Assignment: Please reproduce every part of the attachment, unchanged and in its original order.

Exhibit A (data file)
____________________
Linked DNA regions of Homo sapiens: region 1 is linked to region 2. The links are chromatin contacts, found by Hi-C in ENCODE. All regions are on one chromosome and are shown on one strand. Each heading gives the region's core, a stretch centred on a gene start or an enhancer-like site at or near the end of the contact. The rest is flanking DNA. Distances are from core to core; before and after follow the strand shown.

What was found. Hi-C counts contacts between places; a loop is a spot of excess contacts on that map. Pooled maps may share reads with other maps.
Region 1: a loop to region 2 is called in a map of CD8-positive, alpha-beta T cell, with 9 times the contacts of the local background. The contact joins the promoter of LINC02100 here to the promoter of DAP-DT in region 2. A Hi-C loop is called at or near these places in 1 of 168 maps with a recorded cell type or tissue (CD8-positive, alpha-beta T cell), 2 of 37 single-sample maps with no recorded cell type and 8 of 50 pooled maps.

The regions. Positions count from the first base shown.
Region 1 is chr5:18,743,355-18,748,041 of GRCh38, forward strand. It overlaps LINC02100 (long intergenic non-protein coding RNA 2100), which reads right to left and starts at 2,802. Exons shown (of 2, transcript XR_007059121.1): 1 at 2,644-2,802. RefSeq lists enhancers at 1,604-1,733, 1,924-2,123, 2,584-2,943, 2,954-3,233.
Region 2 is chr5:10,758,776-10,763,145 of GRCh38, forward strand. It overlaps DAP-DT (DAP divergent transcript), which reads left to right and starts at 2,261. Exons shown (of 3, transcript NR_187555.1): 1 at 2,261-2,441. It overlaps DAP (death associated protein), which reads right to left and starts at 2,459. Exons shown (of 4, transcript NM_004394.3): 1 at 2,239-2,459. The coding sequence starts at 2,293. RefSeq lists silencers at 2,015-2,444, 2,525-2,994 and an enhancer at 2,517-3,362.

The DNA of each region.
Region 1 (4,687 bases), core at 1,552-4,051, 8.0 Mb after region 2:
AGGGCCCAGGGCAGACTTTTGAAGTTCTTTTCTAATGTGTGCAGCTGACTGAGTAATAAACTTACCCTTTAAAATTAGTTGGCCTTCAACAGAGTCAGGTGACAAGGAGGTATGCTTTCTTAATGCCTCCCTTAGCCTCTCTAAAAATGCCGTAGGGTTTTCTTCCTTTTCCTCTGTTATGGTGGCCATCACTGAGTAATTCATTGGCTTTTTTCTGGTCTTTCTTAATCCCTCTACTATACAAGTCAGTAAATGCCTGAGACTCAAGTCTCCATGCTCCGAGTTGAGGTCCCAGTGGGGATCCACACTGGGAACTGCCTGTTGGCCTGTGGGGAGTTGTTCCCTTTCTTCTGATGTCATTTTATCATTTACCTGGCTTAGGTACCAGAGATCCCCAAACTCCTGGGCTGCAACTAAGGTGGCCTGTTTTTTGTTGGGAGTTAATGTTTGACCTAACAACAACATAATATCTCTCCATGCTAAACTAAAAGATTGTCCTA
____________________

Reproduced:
Linked DNA regions of Homo sapiens: region 1 is linked to region 2. The links are chromatin contacts, found by Hi-C in ENCODE. All regions are on one chromosome and are shown on one strand. Each heading gives the region's core, a stretch centred on a gene start or an enhancer-like site at or near the end of the contact. The rest is flanking DNA. Distances are from core to core; before and after follow the strand shown.

What was found. Hi-C counts contacts between places; a loop is a spot of excess contacts on that map. Pooled maps may share reads with other maps.
Region 1: a loop to region 2 is called in a map of CD8-positive, alpha-beta T cell, with 9 times the contacts of the local background. The contact joins the promoter of LINC02100 here to the promoter of DAP-DT in region 2. A Hi-C loop is called at or near these places in 1 of 168 maps with a recorded cell type or tissue (CD8-positive, alpha-beta T cell), 2 of 37 single-sample maps with no recorded cell type and 8 of 50 pooled maps.

The regions. Positions count from the first base shown.
Region 1 is chr5:18,743,355-18,748,041 of GRCh38, forward strand. It overlaps LINC02100 (long intergenic non-protein coding RNA 2100), which reads right to left and starts at 2,802. Exons shown (of 2, transcript XR_007059121.1): 1 at 2,644-2,802. RefSeq lists enhancers at 1,604-1,733, 1,924-2,123, 2,584-2,943, 2,954-3,233.
Region 2 is chr5:10,758,776-10,763,145 of GRCh38, forward strand. It overlaps DAP-DT (DAP divergent transcript), which reads left to right and starts at 2,261. Exons shown (of 3, transcript NR_187555.1): 1 at 2,261-2,441. It overlaps DAP (death associated protein), which reads right to left and starts at 2,459. Exons shown (of 4, transcript NM_004394.3): 1 at 2,239-2,459. The coding sequence starts at 2,293. RefSeq lists silencers at 2,015-2,444, 2,525-2,994 and an enhancer at 2,517-3,362.

The DNA of each region.
Region 1 (4,687 bases), core at 1,552-4,051, 8.0 Mb after region 2:
AGGGCCCAGGGCAGACTTTTGAAGTTCTTTTCTAATGTGTGCAGCTGACTGAGTAATAAACTTACCCTTTAAAATTAGTTGGCCTTCAACAGAGTCAGGTGACAAGGAGGTATGCTTTCTTAATGCCTCCCTTAGCCTCTCTAAAAATGCCGTAGGGTTTTCTTCCTTTTCCTCTGTTATGGTGGCCATCACTGAGTAATTCATTGGCTTTTTTCTGGTCTTTCTTAATCCCTCTACTATACAAGTCAGTAAATGCCTGAGACTCAAGTCTCCATGCTCCGAGTTGAGGTCCCAGTGGGGATCCACACTGGGAACTGCCTGTTGGCCTGTGGGGAGTTGTTCCCTTTCTTCTGATGTCATTTTATCATTTACCTGGCTTAGGTACCAGAGATCCCCAAACTCCTGGGCTGCAACTAAGGTGGCCTGTTTTTTGTTGGGAGTTAATGTTTGACCTAACAACAACATAATATCTCTCCATGCTAAACTAAAAGATTGTCCTA